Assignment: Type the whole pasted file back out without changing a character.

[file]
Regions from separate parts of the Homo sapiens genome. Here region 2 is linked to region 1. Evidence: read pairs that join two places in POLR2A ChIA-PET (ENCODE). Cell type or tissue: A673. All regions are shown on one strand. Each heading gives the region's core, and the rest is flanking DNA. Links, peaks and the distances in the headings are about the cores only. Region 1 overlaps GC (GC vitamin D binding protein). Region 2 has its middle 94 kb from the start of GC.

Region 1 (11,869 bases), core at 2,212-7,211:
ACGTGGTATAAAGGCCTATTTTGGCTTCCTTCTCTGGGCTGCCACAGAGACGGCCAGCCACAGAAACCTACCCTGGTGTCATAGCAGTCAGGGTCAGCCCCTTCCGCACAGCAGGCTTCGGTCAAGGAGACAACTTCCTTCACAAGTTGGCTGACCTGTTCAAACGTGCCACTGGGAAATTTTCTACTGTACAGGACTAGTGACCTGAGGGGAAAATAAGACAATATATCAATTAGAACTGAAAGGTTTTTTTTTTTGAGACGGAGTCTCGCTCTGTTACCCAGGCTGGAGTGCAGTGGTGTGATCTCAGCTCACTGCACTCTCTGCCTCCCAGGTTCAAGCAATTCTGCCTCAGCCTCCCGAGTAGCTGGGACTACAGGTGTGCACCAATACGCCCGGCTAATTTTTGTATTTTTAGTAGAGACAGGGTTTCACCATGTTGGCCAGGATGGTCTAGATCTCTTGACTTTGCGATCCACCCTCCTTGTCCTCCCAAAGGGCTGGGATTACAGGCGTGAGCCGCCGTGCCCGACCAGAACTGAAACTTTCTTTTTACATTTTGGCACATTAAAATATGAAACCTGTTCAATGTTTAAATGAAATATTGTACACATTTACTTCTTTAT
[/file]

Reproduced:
Regions from separate parts of the Homo sapiens genome. Here region 2 is linked to region 1. Evidence: read pairs that join two places in POLR2A ChIA-PET (ENCODE). Cell type or tissue: A673. All regions are shown on one strand. Each heading gives the region's core, and the rest is flanking DNA. Links, peaks and the distances in the headings are about the cores only. Region 1 overlaps GC (GC vitamin D binding protein). Region 2 has its middle 94 kb from the start of GC.

Region 1 (11,869 bases), core at 2,212-7,211:
ACGTGGTATAAAGGCCTATTTTGGCTTCCTTCTCTGGGCTGCCACAGAGACGGCCAGCCACAGAAACCTACCCTGGTGTCATAGCAGTCAGGGTCAGCCCCTTCCGCACAGCAGGCTTCGGTCAAGGAGACAACTTCCTTCACAAGTTGGCTGACCTGTTCAAACGTGCCACTGGGAAATTTTCTACTGTACAGGACTAGTGACCTGAGGGGAAAATAAGACAATATATCAATTAGAACTGAAAGGTTTTTTTTTTTGAGACGGAGTCTCGCTCTGTTACCCAGGCTGGAGTGCAGTGGTGTGATCTCAGCTCACTGCACTCTCTGCCTCCCAGGTTCAAGCAATTCTGCCTCAGCCTCCCGAGTAGCTGGGACTACAGGTGTGCACCAATACGCCCGGCTAATTTTTGTATTTTTAGTAGAGACAGGGTTTCACCATGTTGGCCAGGATGGTCTAGATCTCTTGACTTTGCGATCCACCCTCCTTGTCCTCCCAAAGGGCTGGGATTACAGGCGTGAGCCGCCGTGCCCGACCAGAACTGAAACTTTCTTTTTACATTTTGGCACATTAAAATATGAAACCTGTTCAATGTTTAAATGAAATATTGTACACATTTACTTCTTTAT